Exhibit Shows How Holocaust Survivors Helped Shape Israel's Identity

New exhibit breaks tradition, opens before Holocaust Remembrance Day because it is too 'happy and colorful.'

Anshel Pfeffer
Haaretz Correspondent

"I recently asked a friend of mine what she was working on and she told me that she was the curator of a new exhibit of works by young Israeli artists at the Israel Museum, and that all the artwork deals with catastrophes and apocalypse," said Michal Broshi, the adviser to the curator of the "My Homeland: Holocaust Survivors in Israel" exhibit that opened Sunday at the Yad Vashem Holocaust Museum.

"So I told her that I was working on a colorful and happy exhibit at Yad Vashem," Broshi explained.

Logically, the exhibit at Yad Vashem was supposed to open on Holocaust Remembrance day, this Thursday, but instead it opened three days ahead of time because the Holocaust museum decided that the artwork, which documents 60 years of contributions made by Holocaust survivors in Israel, was simply too happy to coincide with the somber day.

The exhibit, in the works for over a year, displays contributions of Holocaust survivors in various aspects of Israeli life, including literature, economics, security, and more. The central focus, however, was given to the visual arts such as graphic art, industrial design, fashion, cartoon art and drawing. Broshi explained that this variety achieved to goals: underlining the fact that a large portion of the leaders in these fields over the last 60 years have been in fact Holocaust survivors, and making the exhibit vibrant and alive.

The exhibit includes a steel helmet owned by a soldier who fought in Israel's War of Independence alongside a version of the oath of allegiance to the Israel Defense Forces written in Yiddish.

The prominent items in the exhibit are logos designed by Dan Reisinger for some of Israel's leading companies, Gottex bathing suits designed by Lea Gottlieb, the quintessential Israeli caricature "Srulik" drawn by Dosh (Kariel Gardosh) and a giant poster of the mushroom shaped sugar substitute "Sucrazit" bottle designed by Israel Alfred Glick.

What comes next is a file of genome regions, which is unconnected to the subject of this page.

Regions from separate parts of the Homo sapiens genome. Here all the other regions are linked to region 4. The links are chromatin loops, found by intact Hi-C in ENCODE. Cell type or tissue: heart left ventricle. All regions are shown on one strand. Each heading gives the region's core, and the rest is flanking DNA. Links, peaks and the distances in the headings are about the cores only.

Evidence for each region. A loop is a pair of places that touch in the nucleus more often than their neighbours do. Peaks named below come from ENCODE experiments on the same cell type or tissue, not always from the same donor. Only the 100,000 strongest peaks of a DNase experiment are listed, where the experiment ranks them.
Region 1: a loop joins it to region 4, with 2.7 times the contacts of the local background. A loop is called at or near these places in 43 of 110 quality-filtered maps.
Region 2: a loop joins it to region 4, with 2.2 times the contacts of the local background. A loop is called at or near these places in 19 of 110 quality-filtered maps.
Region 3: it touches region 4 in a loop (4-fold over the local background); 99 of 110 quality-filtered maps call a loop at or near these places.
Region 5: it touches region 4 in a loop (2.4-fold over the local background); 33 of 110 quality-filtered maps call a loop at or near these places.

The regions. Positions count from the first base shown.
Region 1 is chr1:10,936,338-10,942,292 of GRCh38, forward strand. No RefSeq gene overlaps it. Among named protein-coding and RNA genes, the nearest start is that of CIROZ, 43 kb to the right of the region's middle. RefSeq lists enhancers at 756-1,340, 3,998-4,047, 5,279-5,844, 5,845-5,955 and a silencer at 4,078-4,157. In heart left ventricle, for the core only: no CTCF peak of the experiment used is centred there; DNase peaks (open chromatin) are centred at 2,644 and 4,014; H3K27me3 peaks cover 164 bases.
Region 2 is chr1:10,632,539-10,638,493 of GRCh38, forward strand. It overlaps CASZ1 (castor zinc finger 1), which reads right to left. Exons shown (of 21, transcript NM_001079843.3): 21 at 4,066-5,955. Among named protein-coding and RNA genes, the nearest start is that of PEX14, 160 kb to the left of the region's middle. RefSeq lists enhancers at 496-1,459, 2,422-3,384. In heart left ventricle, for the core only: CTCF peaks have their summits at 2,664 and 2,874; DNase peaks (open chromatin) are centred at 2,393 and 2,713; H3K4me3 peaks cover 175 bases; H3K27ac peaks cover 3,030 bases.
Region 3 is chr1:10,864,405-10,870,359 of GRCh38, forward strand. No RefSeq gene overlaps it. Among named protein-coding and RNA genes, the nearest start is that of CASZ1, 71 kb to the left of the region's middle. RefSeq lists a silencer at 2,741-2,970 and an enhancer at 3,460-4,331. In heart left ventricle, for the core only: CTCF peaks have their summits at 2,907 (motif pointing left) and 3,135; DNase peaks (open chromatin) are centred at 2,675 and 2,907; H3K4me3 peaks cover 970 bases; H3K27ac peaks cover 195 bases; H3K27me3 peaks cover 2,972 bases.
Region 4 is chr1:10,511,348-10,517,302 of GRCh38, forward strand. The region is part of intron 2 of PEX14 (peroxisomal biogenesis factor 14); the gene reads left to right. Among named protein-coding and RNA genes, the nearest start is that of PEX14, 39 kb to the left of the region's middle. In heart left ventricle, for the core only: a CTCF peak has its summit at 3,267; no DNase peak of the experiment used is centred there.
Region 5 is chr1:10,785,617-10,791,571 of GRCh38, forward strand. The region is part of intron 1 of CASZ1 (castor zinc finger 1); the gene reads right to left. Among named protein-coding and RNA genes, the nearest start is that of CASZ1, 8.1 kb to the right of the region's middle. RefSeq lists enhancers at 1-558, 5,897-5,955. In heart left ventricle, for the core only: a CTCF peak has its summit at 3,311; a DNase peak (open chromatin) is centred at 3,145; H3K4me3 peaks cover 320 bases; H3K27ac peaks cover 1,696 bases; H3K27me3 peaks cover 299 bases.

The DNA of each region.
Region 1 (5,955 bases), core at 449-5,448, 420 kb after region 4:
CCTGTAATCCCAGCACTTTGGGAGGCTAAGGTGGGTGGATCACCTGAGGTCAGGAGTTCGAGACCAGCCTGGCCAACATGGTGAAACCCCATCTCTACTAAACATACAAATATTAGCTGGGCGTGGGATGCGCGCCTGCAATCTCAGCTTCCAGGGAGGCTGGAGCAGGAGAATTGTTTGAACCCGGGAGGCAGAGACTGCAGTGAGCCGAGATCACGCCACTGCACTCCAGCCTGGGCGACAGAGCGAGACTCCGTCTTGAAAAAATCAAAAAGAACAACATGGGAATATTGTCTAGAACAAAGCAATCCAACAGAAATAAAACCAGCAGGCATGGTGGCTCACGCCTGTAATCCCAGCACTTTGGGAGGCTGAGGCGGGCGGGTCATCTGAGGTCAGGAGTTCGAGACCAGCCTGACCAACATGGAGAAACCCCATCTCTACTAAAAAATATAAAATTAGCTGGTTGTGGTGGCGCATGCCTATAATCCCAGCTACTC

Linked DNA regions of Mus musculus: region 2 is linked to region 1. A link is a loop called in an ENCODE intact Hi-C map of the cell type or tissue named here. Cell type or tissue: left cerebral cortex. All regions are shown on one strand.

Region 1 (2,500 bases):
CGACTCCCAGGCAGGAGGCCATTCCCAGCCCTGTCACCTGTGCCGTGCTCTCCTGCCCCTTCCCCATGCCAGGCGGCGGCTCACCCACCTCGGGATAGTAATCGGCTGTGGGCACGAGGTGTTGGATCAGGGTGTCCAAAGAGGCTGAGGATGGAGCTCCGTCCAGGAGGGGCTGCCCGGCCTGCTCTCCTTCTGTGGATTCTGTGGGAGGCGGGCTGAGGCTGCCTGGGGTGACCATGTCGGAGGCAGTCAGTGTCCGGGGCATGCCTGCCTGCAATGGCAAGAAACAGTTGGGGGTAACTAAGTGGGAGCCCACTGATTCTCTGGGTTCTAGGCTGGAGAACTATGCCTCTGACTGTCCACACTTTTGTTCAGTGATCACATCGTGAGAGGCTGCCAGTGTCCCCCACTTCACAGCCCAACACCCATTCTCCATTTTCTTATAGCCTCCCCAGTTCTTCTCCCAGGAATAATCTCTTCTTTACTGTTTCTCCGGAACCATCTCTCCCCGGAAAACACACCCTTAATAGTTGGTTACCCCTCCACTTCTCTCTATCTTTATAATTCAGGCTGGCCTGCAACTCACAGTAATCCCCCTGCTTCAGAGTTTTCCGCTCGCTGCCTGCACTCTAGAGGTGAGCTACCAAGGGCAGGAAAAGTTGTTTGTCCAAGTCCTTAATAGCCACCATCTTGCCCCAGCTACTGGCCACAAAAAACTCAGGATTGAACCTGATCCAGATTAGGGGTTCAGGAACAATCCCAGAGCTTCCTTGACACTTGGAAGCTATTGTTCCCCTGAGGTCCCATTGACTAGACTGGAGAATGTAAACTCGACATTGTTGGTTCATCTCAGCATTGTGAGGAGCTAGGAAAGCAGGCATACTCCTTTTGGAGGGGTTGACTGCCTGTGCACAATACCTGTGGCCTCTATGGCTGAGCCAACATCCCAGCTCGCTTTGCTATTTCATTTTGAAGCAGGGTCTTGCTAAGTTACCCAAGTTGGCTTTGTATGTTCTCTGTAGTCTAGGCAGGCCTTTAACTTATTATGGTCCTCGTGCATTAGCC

Some of the items displayed in the exhibit, which will run for a year, are connected by blue scaffolding, to represent the fact that "survivors have integrated in the building project" said the curator, Yehudit Shendar.

"Over the last year, we were all concerned with the survivors' justified battle to improve their welfare conditions," said Yad Vashem Chairman Avner Shalev, in reference to the battle waged by survivors, many of whom are living below the poverty line, to increase the stipend given to them by the government.

"This created the illusion that they [survivors] are a group of defeated, despondent and miserable people. The struggle was, of course, justified, but they apparently went one step too far with it and lost their grasp on the reality that half a million people arrived in Israel and established themselves without any help from anyone, not the government and not the Jewish Agency. With their own hands they built the country and took part in fashioning it into what we know today."

Shalev added that though this exhibit should have been thought of a long time ago, he is not familiar with the feeling expressed by some survivors' groups that Yad Vashem is not attentive to their needs. "I actually hear from hundreds of survivors that they view Yad Vashem as a home," he said.

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